Safety a priority ahead of students’ return


KUCHING: Sarawak is on track to achieving its target of fully vaccinating those aged 16 and 17 before schools reopen on Oct 3, says Chief Minister Datuk Patinggi Abang Johari Tun Openg.

He said that as of Wednesday, 61,271 out of 96,400 teens in this age group or 63.6% had already received their first dose.

In addition, 3,981 of those between the ages of 12 and 15 with comorbidities have also been given their first dose, representing 2.1% of the 192,800 teens in this age group.

“We are meeting our target as far as teenagers are concerned. So, they will be safe in terms of vaccination when they go back to school,” he told reporters after visiting the Dewan Majma vaccination centre here yesterday.

He said those aged 12 to 15 years with no health problems were expected to be fully vaccinated by the end of October.

Sarawak began vaccinating teenagers in stages on Sept 8, starting with those aged 16 and 17 as well as 12- to 15-year-olds with comorbidities.

To date, 234 schools in the state are involved in the teen vaccination programme, including private and religious schools, and Mara junior science colleges.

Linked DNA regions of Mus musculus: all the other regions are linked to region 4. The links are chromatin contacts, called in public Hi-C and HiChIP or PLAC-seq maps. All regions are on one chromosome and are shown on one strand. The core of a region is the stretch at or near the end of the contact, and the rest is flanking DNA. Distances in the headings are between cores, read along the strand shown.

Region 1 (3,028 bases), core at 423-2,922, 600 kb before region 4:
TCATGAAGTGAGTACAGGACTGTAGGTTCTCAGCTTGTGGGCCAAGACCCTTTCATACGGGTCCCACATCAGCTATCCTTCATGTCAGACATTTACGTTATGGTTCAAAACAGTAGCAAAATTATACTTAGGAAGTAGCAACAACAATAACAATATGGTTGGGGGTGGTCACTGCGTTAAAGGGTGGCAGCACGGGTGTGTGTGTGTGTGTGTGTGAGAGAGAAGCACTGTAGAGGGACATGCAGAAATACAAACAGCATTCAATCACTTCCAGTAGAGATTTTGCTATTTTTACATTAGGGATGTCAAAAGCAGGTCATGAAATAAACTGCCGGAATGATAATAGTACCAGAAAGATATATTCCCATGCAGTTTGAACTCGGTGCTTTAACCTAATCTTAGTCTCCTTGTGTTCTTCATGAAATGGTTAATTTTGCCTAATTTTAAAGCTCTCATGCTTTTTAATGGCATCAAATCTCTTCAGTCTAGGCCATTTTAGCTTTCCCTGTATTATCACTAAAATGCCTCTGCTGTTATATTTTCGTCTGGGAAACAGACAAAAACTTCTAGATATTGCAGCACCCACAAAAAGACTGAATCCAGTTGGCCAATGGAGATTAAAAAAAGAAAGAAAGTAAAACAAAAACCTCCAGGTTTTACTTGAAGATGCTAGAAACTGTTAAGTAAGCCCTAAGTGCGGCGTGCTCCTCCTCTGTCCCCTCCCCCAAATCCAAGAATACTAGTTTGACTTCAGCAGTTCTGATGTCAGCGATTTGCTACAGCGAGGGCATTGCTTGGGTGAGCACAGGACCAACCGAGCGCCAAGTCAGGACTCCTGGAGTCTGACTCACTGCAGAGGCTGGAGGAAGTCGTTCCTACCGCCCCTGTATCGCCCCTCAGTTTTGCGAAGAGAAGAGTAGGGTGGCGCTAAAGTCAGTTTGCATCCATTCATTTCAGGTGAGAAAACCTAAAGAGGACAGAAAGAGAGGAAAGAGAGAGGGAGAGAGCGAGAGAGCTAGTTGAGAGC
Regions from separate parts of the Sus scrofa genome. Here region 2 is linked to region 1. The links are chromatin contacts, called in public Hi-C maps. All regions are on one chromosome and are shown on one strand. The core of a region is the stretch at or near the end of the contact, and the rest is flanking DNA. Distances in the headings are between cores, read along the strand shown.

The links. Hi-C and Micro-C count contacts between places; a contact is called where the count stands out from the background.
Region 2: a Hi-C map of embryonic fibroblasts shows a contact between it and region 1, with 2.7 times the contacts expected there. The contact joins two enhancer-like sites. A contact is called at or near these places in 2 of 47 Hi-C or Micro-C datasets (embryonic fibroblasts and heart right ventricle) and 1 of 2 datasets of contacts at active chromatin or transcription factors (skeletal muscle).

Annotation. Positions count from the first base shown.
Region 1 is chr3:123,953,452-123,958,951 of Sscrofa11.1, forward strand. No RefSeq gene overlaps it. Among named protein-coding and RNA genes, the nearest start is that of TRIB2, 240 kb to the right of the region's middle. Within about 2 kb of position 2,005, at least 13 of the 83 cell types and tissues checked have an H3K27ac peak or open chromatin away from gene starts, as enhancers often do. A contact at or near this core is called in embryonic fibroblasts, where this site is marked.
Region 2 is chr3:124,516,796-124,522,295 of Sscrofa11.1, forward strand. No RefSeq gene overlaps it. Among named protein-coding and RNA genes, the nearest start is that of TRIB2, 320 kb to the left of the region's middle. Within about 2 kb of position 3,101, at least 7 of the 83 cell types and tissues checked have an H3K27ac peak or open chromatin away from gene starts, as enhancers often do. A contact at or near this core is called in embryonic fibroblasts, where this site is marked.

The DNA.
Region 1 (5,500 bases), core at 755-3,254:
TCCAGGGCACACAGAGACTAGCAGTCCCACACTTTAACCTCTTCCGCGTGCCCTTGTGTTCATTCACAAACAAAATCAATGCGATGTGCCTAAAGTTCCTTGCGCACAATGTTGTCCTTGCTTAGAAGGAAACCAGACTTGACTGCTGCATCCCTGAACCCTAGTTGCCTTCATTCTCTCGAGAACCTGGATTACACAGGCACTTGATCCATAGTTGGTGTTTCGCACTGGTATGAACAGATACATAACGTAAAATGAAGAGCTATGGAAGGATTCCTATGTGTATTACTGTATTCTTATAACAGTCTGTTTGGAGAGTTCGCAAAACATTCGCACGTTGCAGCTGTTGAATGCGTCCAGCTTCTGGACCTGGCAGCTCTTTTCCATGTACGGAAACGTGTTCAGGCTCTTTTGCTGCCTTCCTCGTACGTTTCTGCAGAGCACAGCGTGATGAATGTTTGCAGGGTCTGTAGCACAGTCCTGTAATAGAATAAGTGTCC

Abang Johari also thanked parents for their cooperation in the inoculation programme by giving their consent for their children to be vaccinated.

“I would also like to thank the schools and teachers involved as well as the volunteers,” he added.

The state’s target was to have a majority of the population, including teenagers, fully vaccinated by the end of the year, he said.

As of Wednesday, 65.8% of the state’s total population has received both doses, with the percentage rising to 78.8% for those aged 12 and above.

The Chief Minister also said Sarawak was on its way towards the endemic phase of Covid-19 based on its low hospitalisation rate, with a majority of its cases in Categories 1 (asymptomatic) and 2 (mild symptoms).

He said the state disaster management committee’s decision to exempt fully vaccinated individuals from quarantine upon arriving in Sarawak from other parts of Malaysia was a step towards preparing for the endemic phase.

“Whether the endemic phase can be declared depends on the national authorities as they have to look at the whole country,” he added.

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